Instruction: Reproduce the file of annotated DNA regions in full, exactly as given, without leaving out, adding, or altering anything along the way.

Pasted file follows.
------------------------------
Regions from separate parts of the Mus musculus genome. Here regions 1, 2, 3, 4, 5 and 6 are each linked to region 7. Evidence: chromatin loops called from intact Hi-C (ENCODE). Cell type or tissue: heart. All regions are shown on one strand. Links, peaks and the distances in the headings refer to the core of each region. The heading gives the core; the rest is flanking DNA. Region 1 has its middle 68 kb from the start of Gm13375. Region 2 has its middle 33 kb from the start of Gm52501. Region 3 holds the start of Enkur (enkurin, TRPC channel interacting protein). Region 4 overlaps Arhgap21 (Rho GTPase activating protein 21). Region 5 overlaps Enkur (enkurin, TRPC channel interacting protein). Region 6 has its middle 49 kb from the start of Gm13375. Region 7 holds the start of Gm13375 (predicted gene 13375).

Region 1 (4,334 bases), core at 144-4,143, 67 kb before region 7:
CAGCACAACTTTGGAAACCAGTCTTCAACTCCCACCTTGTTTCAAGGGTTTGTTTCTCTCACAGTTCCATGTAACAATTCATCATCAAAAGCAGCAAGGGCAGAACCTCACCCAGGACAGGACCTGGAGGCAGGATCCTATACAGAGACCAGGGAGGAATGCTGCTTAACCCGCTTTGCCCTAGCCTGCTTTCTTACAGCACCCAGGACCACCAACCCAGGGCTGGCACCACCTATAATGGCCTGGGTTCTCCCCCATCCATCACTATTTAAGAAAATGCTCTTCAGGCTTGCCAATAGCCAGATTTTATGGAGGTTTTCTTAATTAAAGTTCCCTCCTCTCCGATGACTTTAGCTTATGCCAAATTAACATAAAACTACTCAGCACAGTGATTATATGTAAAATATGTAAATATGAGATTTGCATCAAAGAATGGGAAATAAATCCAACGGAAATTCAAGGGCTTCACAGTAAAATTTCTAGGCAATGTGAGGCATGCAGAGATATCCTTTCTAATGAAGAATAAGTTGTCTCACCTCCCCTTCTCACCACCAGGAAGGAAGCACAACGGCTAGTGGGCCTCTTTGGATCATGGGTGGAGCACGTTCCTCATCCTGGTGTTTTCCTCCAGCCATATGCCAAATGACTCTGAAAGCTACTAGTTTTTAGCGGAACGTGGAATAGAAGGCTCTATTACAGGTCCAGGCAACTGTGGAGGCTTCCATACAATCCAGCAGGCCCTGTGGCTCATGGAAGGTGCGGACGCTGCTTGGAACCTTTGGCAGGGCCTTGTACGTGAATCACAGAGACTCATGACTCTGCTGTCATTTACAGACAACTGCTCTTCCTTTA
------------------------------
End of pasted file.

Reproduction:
Regions from separate parts of the Mus musculus genome. Here regions 1, 2, 3, 4, 5 and 6 are each linked to region 7. Evidence: chromatin loops called from intact Hi-C (ENCODE). Cell type or tissue: heart. All regions are shown on one strand. Links, peaks and the distances in the headings refer to the core of each region. The heading gives the core; the rest is flanking DNA. Region 1 has its middle 68 kb from the start of Gm13375. Region 2 has its middle 33 kb from the start of Gm52501. Region 3 holds the start of Enkur (enkurin, TRPC channel interacting protein). Region 4 overlaps Arhgap21 (Rho GTPase activating protein 21). Region 5 overlaps Enkur (enkurin, TRPC channel interacting protein). Region 6 has its middle 49 kb from the start of Gm13375. Region 7 holds the start of Gm13375 (predicted gene 13375).

Region 1 (4,334 bases), core at 144-4,143, 67 kb before region 7:
CAGCACAACTTTGGAAACCAGTCTTCAACTCCCACCTTGTTTCAAGGGTTTGTTTCTCTCACAGTTCCATGTAACAATTCATCATCAAAAGCAGCAAGGGCAGAACCTCACCCAGGACAGGACCTGGAGGCAGGATCCTATACAGAGACCAGGGAGGAATGCTGCTTAACCCGCTTTGCCCTAGCCTGCTTTCTTACAGCACCCAGGACCACCAACCCAGGGCTGGCACCACCTATAATGGCCTGGGTTCTCCCCCATCCATCACTATTTAAGAAAATGCTCTTCAGGCTTGCCAATAGCCAGATTTTATGGAGGTTTTCTTAATTAAAGTTCCCTCCTCTCCGATGACTTTAGCTTATGCCAAATTAACATAAAACTACTCAGCACAGTGATTATATGTAAAATATGTAAATATGAGATTTGCATCAAAGAATGGGAAATAAATCCAACGGAAATTCAAGGGCTTCACAGTAAAATTTCTAGGCAATGTGAGGCATGCAGAGATATCCTTTCTAATGAAGAATAAGTTGTCTCACCTCCCCTTCTCACCACCAGGAAGGAAGCACAACGGCTAGTGGGCCTCTTTGGATCATGGGTGGAGCACGTTCCTCATCCTGGTGTTTTCCTCCAGCCATATGCCAAATGACTCTGAAAGCTACTAGTTTTTAGCGGAACGTGGAATAGAAGGCTCTATTACAGGTCCAGGCAACTGTGGAGGCTTCCATACAATCCAGCAGGCCCTGTGGCTCATGGAAGGTGCGGACGCTGCTTGGAACCTTTGGCAGGGCCTTGTACGTGAATCACAGAGACTCATGACTCTGCTGTCATTTACAGACAACTGCTCTTCCTTTA